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what does it take to "harden" BLAG 90K

 
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hansencomputers
PostPosted: Wed Sep 17, 2008 1:18 am    Post subject: what does it take to "harden" BLAG 90K Reply with quote

My previous post about the need to move up from 70K to 90K led to security questions. Since I'm on 24/7 with DSL, I think I need to be concerned.

noldrin said:
Quote:

Pound for pound, if I was going to put a system naked on the internet, I'd rather put BLAG 30K than Vista or XP fully patched. Although I'd probably harden the Linux box anyways.


So, what is involved in hardening? What should I do (or not do) to my system to make it more secure?

I wonder if BLAG should have a section somewhere on the WEB site dedicated to keeping systems safe? I think plenty of users are interested.

Thanks in advance, and I hope everyone is having a great day.

Mike

stevo32
PostPosted: Wed Sep 17, 2008 2:02 am    Post subject: Reply with quote

Run a firewall and disable any services you know you don't use (don't use ssh? don't have it running) and aren't necessary. Not much more to it.

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E-mail me at s.clement@localhost (replace localhost with sympatico.ca) or stevo32@localhost (replace localhost with blagblagblag.org).
noldrin
PostPosted: Wed Sep 17, 2008 3:45 am    Post subject: Reply with quote

Hardening is a process where security folks try to disable anything that isn't needed for the functions of the server and add in as many security programs as they makes sense. Basically, only run the services you need, take protections in other ways.

Common easy ways to do so include making sure your firewall only allows needed ports and having SSH block an IP after so many incorrect login attempts.

What is needed and not is debated among security people, I've seen some suggestions so out there that I wonder if anything can run on it.

Some people have created "hardened" distros that have a lot of extra precautions. Some use special kernels, such as PAX which breaks up memory in ways to be hard to exploit.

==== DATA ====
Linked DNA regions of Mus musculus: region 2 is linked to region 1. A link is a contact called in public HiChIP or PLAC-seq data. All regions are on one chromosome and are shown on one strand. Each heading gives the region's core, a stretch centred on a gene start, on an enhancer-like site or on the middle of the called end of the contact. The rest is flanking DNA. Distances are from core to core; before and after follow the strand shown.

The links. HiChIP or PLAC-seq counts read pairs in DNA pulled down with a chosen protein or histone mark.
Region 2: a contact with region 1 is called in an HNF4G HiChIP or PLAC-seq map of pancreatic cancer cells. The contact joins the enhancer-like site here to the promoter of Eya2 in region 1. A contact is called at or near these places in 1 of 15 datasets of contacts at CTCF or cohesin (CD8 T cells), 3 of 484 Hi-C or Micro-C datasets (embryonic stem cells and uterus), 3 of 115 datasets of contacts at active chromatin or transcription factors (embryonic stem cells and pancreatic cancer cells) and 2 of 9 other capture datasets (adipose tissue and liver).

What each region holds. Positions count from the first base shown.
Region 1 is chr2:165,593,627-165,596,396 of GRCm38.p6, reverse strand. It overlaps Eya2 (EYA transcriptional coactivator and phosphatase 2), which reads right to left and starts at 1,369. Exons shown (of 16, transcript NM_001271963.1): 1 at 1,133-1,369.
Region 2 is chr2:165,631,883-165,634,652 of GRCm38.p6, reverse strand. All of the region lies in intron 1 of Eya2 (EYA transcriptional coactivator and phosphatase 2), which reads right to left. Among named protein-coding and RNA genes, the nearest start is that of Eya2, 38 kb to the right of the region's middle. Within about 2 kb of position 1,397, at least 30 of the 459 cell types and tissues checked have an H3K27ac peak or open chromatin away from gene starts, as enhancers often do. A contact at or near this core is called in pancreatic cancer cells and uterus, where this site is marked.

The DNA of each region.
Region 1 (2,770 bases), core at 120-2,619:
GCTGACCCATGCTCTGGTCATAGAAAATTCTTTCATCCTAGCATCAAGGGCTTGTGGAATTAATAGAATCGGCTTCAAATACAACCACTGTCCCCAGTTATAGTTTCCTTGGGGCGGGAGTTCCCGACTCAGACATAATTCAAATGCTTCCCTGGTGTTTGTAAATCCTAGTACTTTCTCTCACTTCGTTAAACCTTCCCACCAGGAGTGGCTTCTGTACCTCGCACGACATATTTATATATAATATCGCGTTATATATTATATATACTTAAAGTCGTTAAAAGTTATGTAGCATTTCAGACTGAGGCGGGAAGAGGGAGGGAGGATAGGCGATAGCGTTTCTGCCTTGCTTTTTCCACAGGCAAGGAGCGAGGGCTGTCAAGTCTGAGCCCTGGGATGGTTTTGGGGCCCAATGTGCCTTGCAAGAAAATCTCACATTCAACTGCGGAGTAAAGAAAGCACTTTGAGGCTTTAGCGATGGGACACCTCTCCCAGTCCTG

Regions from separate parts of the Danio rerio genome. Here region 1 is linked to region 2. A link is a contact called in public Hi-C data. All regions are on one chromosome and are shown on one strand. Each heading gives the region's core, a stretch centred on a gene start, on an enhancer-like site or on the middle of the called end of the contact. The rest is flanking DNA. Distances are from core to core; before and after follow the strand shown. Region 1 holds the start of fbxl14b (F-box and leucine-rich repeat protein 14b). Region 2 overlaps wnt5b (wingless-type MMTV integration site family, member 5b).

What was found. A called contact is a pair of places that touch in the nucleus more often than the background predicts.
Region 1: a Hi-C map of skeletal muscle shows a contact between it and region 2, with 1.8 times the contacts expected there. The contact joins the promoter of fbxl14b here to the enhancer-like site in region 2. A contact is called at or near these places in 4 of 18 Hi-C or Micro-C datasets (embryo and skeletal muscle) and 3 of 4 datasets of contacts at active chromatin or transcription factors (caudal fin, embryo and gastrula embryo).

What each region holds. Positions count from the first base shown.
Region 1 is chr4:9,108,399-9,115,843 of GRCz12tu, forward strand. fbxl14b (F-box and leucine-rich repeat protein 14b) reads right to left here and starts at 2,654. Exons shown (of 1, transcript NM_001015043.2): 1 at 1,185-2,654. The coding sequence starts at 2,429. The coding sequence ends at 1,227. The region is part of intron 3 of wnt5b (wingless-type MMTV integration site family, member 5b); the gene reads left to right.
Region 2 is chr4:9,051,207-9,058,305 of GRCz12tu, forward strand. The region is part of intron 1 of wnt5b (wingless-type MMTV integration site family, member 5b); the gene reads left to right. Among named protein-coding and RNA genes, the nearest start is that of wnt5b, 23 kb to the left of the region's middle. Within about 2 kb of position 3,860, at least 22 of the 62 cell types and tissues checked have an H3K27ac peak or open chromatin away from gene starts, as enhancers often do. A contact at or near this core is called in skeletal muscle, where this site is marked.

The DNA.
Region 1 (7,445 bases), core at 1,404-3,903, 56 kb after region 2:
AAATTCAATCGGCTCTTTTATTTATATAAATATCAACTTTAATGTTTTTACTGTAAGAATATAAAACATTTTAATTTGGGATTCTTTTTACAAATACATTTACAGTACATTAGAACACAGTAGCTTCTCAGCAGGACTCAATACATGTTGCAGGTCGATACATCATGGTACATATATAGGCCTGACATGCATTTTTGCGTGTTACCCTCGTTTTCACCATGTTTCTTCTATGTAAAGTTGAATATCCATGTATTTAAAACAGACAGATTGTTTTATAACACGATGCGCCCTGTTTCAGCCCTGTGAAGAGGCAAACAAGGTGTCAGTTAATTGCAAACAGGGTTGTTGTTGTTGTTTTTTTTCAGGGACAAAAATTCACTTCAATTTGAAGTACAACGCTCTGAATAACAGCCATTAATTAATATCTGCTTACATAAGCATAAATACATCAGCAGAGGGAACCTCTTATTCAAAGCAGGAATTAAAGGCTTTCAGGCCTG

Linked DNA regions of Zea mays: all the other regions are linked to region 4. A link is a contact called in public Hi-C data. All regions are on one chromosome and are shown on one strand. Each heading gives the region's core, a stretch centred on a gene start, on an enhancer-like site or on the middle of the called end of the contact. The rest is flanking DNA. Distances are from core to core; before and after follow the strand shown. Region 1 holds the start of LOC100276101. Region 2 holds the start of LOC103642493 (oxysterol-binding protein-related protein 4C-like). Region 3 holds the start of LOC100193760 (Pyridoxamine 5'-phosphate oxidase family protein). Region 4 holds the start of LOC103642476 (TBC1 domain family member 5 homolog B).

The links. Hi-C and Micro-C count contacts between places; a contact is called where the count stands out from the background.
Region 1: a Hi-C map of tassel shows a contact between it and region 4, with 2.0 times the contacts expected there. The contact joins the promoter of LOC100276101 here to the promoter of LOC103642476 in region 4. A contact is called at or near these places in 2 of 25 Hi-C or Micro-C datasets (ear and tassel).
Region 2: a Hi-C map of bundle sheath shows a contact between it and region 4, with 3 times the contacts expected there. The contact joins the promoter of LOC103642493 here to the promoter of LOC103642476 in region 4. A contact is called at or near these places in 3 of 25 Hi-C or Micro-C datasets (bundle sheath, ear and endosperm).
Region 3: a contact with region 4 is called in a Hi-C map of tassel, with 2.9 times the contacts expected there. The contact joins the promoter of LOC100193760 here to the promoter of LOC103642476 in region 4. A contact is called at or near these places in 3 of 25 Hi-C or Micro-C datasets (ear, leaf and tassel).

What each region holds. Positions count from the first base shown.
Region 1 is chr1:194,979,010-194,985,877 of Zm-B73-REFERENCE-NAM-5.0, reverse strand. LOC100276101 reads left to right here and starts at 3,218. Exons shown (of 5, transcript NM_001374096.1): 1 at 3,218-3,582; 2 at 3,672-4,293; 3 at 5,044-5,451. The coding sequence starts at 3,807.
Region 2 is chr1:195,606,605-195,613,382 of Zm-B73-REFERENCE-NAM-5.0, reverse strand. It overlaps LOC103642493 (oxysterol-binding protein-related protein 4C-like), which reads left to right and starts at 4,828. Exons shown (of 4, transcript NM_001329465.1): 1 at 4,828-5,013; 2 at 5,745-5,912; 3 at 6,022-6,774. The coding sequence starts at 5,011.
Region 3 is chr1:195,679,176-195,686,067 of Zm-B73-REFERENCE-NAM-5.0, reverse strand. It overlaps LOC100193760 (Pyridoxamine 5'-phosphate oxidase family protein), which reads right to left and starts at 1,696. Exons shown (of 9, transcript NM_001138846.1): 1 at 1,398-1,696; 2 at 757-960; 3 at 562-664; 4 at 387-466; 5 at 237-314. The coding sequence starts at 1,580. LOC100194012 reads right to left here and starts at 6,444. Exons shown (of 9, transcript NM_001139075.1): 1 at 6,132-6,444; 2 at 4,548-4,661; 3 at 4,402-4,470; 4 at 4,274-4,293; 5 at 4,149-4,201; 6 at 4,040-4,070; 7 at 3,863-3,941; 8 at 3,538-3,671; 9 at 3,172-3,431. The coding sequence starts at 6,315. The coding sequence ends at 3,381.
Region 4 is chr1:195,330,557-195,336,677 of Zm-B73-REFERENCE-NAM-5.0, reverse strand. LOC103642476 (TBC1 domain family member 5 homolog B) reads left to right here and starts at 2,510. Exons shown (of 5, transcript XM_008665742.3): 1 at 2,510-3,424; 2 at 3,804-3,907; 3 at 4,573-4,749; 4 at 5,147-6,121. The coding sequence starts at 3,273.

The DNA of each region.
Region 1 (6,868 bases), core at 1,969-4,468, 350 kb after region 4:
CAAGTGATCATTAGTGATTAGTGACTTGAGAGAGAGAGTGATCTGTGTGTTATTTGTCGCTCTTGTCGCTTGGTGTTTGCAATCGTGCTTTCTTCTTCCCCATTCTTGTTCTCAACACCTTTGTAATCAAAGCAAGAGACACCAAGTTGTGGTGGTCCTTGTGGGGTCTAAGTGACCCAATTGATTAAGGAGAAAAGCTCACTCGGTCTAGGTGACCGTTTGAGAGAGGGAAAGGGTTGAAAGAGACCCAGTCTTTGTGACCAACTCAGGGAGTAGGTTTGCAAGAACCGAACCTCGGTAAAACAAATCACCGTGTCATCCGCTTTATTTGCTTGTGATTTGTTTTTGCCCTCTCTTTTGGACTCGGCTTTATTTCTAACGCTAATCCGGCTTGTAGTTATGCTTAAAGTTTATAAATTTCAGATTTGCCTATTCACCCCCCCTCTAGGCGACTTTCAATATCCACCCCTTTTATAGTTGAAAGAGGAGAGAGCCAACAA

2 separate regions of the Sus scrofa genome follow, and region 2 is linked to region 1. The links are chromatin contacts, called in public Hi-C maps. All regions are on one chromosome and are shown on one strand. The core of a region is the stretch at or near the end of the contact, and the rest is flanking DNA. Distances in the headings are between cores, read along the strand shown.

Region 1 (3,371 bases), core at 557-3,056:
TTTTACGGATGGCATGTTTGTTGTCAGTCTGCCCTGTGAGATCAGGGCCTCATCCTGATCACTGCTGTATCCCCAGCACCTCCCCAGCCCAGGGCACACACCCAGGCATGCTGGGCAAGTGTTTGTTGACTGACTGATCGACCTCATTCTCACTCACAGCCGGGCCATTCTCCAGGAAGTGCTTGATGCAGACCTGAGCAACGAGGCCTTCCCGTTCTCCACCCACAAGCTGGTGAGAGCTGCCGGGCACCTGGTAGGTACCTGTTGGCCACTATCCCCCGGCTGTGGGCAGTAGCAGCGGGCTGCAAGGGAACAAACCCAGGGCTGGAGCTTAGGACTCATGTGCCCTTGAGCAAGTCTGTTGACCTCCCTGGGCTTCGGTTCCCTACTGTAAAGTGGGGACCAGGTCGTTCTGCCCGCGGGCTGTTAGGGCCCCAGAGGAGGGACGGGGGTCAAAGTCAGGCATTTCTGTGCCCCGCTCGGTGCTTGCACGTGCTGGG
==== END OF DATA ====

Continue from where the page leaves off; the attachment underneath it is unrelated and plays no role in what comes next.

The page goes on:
Bastille is a common program used by lazy (or busy) sysadmins to get themselves a degree of extra protection from there box.

http://bastille-linux.sourceforge.net/

extraspecialbitter
PostPosted: Wed Sep 17, 2008 1:49 pm    Post subject: Reply with quote

noldrin wrote:

Bastille is a common program used by lazy (or busy) sysadmins to get themselves a degree of extra protection from their box.

http://bastille-linux.sourceforge.net/


One thing I like about Bastille is that it offers sysadmins the ability to choose just how "hardened" their server should be. It should be noted that the more extreme settings will break some functionality. My former company relied upon the ability to do password-less ssh as root in order to control HA failover. Whenever a customer suddenly lost the ability to perform failovers, the root cause was invariably a hardened ssh configuration.

noldrin
PostPosted: Wed Sep 17, 2008 5:45 pm    Post subject: Reply with quote

Bastille is my company's main method of securing Linux. It's a good cost/benefit trade off. I surely wouldn't use it and say the system is ready for an ecommerce site. What I like about it is that it teaches you about some system security issues rather than claiming to be a magic pill.
john maclean
PostPosted: Wed Sep 17, 2008 10:20 pm    Post subject: Reply with quote

https://wiki.blagblagblag.org/Chkconfig
also `serviceconf` to run the gui


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BLAG 'em up!
hansencomputers
PostPosted: Sat Sep 20, 2008 1:39 am    Post subject: Reply with quote

What about WEB browsers? Is there a consensus on this issue? What is the best from a security standpoint? Or doesn't it matter?


Mike

john maclean
PostPosted: Sat Sep 20, 2008 9:43 am    Post subject: Reply with quote

Depends what you mean by security. I guess that the most secure browser is none at all? There are a few text-based browers that don't allow cookies, java or any client-side scripts to run on your box. (elinks, lynx, w3m within emacs).

Dillo is a browser that weighs under 1024kb. Small and secure but may not be what you want if you are looking for a feature-rich browser.

Decent heavyweight browsers tend to extensible. Noscript, flashblock et al. are good add-ons for firefox. I guess you could also use the privacy, security and advanced sections of the options within ffx.

You could also use firewalls and tcpdump to check the packets that are coming in....


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BLAG 'em up!
jebba
PostPosted: Sat Sep 20, 2008 10:20 pm    Post subject: Reply with quote

A security problem via the browser is most likely to come via flash or java or javascript or similar. Also, apparently lately there have been different types of attacks where you think you are going to ebay.com or whatever, but you are going somewhere else.

FWIW, it has undoubtedly happened but i have never had a BLAG user report a compromised machine to me. I have seen one, but that was done via crappy php code that didn't come with blag so that doesn't really count (and that just got a shell, not root).

I use firefox and seamonkey. I would like something more lightweight, but have never been content with the alternatives. Firefox 3 gets unstable for me when I'm running like 50-100 tabs......... ;)

-Jeff

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